- Diagnostic tests
- Ear, nose, and throat disorders: Auditory screening tests
- Ear, nose, and throat disorders: Lateral means loss
- Ear, nose, and throat disorders: Normal is negative
- Ear, nose, and throat disorders: Tuning in
- Ear, nose, and throat disorders: Audiometric tests
- Ear, nose, and throat disorders: Rising resistance
- Ear, nose, and throat disorders: That’s intense
- Ear, nose, and throat disorders: Cultures
- Ear, nose, and throat disorders: Isolate and identify
- FURTHER READING/STUDY:
- NCLEX: Obesity
- NCLEX: Cancer care
- EKG: Changes Other Than Myocardial Infarction
- NCLEX: Reproductive system disorders
- EKG: Ventricular Dysrhythmias and AV Nodal Blocks
- NCLEX: Cardiovascular disorders
Tests to determine the presence of ENT disorders should cause your patient little discomfort. These tests include auditory screening tests, audiometric tests, and cultures.
Ear, nose, and throat disorders: Auditory screening tests
Several tests can help you screen for hearing loss. The first test, the voice test, is a crude method and must be used with other auditory screening tests. Two other screening tests, the Weber and Rinne tests, help detect conductive or sensorineural hearing loss.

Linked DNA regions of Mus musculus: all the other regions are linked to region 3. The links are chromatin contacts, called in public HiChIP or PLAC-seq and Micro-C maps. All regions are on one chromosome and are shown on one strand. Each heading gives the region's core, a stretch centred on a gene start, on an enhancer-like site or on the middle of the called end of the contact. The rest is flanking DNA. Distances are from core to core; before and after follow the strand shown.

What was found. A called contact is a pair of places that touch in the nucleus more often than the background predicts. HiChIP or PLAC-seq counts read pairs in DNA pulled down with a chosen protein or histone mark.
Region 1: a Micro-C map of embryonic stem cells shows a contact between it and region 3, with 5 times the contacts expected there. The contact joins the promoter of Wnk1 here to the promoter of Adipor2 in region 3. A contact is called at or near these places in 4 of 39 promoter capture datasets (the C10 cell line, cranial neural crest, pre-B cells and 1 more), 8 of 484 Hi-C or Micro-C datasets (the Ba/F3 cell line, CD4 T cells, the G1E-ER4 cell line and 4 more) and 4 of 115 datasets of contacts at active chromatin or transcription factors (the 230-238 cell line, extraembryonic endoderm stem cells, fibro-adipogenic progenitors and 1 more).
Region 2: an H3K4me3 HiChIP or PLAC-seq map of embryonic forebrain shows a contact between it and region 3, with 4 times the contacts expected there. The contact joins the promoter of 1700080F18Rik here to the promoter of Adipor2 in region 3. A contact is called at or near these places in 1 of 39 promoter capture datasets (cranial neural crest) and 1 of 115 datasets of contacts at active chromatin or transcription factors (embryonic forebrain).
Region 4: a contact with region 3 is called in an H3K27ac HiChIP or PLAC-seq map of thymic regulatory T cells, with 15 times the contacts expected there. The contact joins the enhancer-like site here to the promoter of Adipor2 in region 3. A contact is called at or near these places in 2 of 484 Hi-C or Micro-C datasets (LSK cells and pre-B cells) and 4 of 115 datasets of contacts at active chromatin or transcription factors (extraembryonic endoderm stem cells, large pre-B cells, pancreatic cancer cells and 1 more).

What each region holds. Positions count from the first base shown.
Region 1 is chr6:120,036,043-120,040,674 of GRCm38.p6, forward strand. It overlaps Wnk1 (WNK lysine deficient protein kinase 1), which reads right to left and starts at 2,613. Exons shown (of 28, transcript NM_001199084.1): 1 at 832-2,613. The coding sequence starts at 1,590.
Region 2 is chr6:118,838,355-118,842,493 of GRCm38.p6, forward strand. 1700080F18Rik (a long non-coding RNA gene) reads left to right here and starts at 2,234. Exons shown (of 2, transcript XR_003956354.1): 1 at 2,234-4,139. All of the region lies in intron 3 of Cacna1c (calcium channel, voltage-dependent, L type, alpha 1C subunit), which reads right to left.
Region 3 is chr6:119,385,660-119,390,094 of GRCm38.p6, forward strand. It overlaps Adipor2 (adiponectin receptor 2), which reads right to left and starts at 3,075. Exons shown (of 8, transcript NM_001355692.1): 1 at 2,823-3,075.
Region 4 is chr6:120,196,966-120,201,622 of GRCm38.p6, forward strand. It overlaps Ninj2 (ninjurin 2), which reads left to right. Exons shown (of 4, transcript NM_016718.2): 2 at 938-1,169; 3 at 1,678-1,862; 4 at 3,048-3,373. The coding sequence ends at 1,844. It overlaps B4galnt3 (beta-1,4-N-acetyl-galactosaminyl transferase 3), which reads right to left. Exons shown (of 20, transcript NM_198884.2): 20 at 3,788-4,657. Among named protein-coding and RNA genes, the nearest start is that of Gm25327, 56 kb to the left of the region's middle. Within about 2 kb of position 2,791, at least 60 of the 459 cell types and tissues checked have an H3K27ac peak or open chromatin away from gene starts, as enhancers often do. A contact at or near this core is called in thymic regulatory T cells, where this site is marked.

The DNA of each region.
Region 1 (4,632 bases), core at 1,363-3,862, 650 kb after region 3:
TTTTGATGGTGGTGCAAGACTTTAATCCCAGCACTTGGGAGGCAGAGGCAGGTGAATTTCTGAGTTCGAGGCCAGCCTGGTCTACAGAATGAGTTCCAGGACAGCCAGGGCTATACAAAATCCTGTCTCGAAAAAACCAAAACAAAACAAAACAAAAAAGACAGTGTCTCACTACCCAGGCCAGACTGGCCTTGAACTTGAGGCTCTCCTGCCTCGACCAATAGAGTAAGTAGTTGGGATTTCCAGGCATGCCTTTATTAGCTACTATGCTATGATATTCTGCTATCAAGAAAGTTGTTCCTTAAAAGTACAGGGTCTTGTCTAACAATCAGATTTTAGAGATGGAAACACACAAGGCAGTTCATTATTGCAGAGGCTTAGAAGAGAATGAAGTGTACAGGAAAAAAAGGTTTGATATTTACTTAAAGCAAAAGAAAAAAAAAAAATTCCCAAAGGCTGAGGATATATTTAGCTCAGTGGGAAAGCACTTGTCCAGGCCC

For the voice test, have the patient occlude one ear with his finger. Test the other ear by standing behind the patient at a distance of 1 to 2 (30 to 60 cm) and whispering a word or phrase. A patient with normal acuity should be able to repeat what was whispered.
The Weber test evaluates bone conduction. Perform the test by placing a vibrating tuning fork on top of the patient’s head at midline or in the middle of the patient’s forehead. The patient should perceive the sound equally in both ears.
Ear, nose, and throat disorders: Lateral means loss
If the patient has a conductive hearing loss, the sound will lateralize to the ear with the conductive loss because the sound is being conducted directly through the bone to the ear. With a sensori neural hearing loss in one ear, the sound will lateralize to the unimpaired ear because nerve damage in the impaired ear prevents hearing.
Ear, nose, and throat disorders: Normal is negative
Document a normal Weber test by recording a negative lateralization of sound — that is, sound heard with equal volume in both ears.
The Rinne test compares bone conduction to air conduction in both ears. To administer this test, strike the tuning fork against your hand and place it over the patient’s mastoid process. Ask him to tell you when the tone stops, and note this time in seconds.
Ear, nose, and throat disorders: Tuning in